Fahey is the founder and executive director of a more than 5,000-person volunteer organization, Voters Not Politicians, that spent months gathering signatures to get a redistricting initiative on the ballot in November that would appoint an independent citizen commission to draw Michigan's voting maps. This week, they won a major court battle after the state Supreme Court shot down a challenge to the initiative.

Voters trying to overhaul the redistricting process in other states that critics say have been gerrymandered are taking a similar tack. Colorado, Missouri and Utah will all have initiatives on the ballot that would, in varying degrees, remove lawmakers from the redistricting process. Organizers in at least four other states have made moves to mount similar changes, too.

Gerrymandering has voters incensed. How fed-up constituents are fighting back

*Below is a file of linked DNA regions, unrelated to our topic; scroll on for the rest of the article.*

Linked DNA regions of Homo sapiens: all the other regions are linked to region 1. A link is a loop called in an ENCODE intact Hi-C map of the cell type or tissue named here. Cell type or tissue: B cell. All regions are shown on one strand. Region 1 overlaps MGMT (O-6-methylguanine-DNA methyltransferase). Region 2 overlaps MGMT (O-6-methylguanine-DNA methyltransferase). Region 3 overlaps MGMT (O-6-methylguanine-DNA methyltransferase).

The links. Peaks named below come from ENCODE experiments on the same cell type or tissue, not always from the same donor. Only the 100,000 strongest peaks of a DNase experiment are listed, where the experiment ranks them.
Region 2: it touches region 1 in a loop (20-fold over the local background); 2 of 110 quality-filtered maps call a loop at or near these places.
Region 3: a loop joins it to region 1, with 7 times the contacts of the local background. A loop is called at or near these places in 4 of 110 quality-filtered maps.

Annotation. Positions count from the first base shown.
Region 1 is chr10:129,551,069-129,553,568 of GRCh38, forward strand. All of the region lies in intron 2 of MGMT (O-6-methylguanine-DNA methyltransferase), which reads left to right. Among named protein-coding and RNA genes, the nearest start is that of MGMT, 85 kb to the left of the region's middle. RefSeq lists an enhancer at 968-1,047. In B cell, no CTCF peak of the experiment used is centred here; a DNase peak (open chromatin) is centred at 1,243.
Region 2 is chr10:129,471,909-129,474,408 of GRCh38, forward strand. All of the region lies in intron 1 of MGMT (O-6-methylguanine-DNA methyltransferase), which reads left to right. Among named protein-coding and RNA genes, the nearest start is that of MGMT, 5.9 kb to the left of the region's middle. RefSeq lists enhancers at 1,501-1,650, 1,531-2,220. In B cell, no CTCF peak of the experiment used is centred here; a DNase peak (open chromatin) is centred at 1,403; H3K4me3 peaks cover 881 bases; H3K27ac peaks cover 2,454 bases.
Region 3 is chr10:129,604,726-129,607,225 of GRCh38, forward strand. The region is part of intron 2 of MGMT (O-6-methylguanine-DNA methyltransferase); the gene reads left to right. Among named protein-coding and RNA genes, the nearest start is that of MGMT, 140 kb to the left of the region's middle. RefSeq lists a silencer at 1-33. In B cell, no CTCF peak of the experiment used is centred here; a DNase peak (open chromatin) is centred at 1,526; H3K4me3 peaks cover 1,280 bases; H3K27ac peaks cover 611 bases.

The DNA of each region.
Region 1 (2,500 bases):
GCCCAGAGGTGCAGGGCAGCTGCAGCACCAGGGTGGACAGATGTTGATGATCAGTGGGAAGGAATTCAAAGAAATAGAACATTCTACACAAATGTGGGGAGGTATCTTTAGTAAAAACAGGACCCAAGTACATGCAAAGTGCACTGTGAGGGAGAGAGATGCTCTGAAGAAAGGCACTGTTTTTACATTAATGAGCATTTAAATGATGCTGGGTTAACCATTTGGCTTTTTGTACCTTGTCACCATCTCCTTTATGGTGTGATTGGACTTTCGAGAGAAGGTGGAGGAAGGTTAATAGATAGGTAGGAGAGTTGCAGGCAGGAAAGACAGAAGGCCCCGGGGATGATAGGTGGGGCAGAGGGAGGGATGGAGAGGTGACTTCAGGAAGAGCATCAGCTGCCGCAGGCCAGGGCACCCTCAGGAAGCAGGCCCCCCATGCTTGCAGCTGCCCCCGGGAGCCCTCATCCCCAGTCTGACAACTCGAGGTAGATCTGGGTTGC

Citizen and Legislative Efforts to Reform Redistricting in 2018

Voters not Politicians

An exhilarating attempt to stop partisan gerrymandering

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H.S. student invents game on evils of gerrymandering

Mapmaker, a game for one to four players, works like this: Each player, acting as a politician, picks his or her party affiliation, represented by red, blue, yellow and green colors. Colored-coded chips — which display numbers that represent voters — are spread out randomly on "properties" across the board. (Every player-politician starts with the same amount of voters total.)

Players then take turns creating districts, with the aim of capturing the highest numbers of voters in his or her color party within the boundaries. For example, if a district is created with one yellow chip with a number 4 on it and two blue chips each with a number 1, the yellow team player wins that district. The overall winner is the player-politician with the most districts.

Josh Lafair, with help from his older siblings, created "Mapmaker" to show how partisans can draw politically advantageous districts.

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